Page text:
In the early evening of Sept. 30, TV viewers in Costa Rica surfing through the channels came upon a strange announcement that local cable providers would be terminating the signal of U.S.-based network NBC the next day. The announcement took viewers by surprise, yet no explanation was given for the countrywide move.
As it turns out, the NBC signal being broadcast here was pirated, according to a statement from NBC Universal, obtained at the request of The Tico Times.
That signal, picked up by several local TV providers, originates in Miami and had been on Tico airwaves for years without authorization, NBC said.
“NBCUniversal is committed to providing entertainment content throughout Latin America, and we currently have agreements with most major cable and satellite providers in Latin America,” the statement said. “However, we cannot allow unauthorized transmissions of our material. As a result we have asked cable and satellite operators in the region to stop re-transmitting NBC broadcast programming that has not been authorized.”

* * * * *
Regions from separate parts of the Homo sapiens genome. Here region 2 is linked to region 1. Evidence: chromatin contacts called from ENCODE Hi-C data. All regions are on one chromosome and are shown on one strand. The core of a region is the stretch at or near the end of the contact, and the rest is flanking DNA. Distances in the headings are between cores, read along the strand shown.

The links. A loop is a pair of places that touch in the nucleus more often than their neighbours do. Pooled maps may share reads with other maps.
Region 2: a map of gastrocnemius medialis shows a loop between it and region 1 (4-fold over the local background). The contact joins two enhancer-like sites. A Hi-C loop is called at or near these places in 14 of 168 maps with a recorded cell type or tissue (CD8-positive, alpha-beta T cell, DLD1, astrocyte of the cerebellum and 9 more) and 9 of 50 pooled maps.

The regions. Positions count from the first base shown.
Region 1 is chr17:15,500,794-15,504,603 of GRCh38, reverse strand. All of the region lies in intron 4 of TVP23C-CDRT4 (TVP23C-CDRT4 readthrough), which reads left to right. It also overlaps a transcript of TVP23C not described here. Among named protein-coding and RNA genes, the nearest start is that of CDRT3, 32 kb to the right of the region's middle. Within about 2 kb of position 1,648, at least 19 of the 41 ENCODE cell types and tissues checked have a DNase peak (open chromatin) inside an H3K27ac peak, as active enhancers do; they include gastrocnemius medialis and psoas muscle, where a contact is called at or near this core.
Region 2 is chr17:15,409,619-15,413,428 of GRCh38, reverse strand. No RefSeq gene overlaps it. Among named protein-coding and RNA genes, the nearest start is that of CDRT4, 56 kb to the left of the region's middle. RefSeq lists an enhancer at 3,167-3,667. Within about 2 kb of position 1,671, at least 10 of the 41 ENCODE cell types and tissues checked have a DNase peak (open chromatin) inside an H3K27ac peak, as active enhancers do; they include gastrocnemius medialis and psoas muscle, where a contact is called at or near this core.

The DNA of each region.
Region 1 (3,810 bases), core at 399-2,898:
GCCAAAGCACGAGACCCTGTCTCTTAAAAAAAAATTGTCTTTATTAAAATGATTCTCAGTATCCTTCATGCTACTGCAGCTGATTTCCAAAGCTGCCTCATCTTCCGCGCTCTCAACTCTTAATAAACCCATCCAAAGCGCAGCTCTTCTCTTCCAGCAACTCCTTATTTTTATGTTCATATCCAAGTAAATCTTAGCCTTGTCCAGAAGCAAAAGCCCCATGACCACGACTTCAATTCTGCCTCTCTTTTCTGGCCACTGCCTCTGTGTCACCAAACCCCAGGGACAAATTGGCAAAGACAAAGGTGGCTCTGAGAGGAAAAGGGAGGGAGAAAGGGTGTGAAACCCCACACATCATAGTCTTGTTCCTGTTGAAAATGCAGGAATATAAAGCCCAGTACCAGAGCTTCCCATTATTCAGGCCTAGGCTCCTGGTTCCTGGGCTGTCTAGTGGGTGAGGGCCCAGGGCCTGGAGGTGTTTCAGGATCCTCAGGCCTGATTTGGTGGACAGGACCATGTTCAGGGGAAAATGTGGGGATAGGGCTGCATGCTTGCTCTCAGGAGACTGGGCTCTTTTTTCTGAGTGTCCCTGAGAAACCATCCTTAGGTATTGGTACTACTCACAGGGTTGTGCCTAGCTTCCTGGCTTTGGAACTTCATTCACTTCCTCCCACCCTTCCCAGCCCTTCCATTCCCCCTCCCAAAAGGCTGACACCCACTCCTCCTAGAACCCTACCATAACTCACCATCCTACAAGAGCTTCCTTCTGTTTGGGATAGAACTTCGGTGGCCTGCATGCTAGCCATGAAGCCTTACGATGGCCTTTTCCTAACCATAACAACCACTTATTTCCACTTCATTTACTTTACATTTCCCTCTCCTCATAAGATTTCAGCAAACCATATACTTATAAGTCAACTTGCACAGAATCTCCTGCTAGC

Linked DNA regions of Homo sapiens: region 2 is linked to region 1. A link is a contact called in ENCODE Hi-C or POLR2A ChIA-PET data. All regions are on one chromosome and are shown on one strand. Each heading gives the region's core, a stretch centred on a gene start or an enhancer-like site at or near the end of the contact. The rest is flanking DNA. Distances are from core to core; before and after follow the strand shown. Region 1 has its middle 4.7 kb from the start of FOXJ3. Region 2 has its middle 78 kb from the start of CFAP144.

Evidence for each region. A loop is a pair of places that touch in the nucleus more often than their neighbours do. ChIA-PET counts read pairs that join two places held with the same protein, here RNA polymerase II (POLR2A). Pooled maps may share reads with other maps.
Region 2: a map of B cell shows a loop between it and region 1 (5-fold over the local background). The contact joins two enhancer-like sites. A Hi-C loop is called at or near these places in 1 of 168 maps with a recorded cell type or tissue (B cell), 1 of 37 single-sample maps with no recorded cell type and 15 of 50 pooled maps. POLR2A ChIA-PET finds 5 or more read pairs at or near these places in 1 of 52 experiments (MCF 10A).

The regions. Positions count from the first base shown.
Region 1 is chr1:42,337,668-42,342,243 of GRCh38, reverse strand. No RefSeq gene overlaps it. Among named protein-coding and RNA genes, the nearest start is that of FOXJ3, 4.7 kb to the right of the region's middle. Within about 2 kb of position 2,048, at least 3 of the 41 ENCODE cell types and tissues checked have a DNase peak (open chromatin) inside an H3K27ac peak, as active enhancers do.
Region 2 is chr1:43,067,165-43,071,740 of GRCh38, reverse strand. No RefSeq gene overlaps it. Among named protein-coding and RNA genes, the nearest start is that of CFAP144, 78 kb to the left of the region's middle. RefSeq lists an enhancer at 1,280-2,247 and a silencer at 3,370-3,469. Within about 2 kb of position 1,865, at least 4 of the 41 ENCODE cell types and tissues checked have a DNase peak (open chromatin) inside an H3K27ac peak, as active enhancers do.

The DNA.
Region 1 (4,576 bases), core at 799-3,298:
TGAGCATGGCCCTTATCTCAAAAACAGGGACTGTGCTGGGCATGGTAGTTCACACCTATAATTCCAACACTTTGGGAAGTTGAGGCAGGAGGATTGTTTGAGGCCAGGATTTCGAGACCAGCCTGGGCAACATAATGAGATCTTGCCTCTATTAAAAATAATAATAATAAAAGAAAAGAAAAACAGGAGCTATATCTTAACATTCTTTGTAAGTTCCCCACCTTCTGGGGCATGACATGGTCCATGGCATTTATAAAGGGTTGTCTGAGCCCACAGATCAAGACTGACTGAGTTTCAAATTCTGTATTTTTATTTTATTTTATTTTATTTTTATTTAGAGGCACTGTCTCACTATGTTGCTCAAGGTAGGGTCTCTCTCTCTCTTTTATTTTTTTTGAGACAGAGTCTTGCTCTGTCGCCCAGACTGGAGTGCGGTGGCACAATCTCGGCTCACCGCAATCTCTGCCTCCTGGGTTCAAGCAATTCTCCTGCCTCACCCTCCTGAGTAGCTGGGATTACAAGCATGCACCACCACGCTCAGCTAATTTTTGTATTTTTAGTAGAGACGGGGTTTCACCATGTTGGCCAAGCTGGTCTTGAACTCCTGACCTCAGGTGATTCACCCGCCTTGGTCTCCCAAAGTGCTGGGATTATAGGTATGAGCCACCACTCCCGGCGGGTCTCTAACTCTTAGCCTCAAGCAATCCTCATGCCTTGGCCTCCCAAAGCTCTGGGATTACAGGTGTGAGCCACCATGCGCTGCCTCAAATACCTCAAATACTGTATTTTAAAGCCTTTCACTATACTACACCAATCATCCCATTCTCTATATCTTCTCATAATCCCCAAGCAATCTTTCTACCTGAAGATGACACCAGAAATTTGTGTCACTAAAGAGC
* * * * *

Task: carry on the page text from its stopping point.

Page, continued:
Though legally authorized NBC stations like Telemundo and Universal have continued broadcasts, regular U.S. programming is no longer available in Costa Rica.
According to CableTica spokeswoman Andrea Amen, the unauthorized signal transmitted by her company and others in Costa Rica came from a Canadian company. However, she would not say which one.
“We had a contract with the company and we paid a monthly fee for the channel,” Amen told The Tico Times. “It appears now that that company did not secure the rights with NBC as we had thought.”
Both Amen and Carolina Sanchéz, Claro’s spokeswoman, said their companies thought the broadcast was legal. The Tico Times attempted to contact representatives of Tigo, CableVisión and Telecable, but no one was available for comment.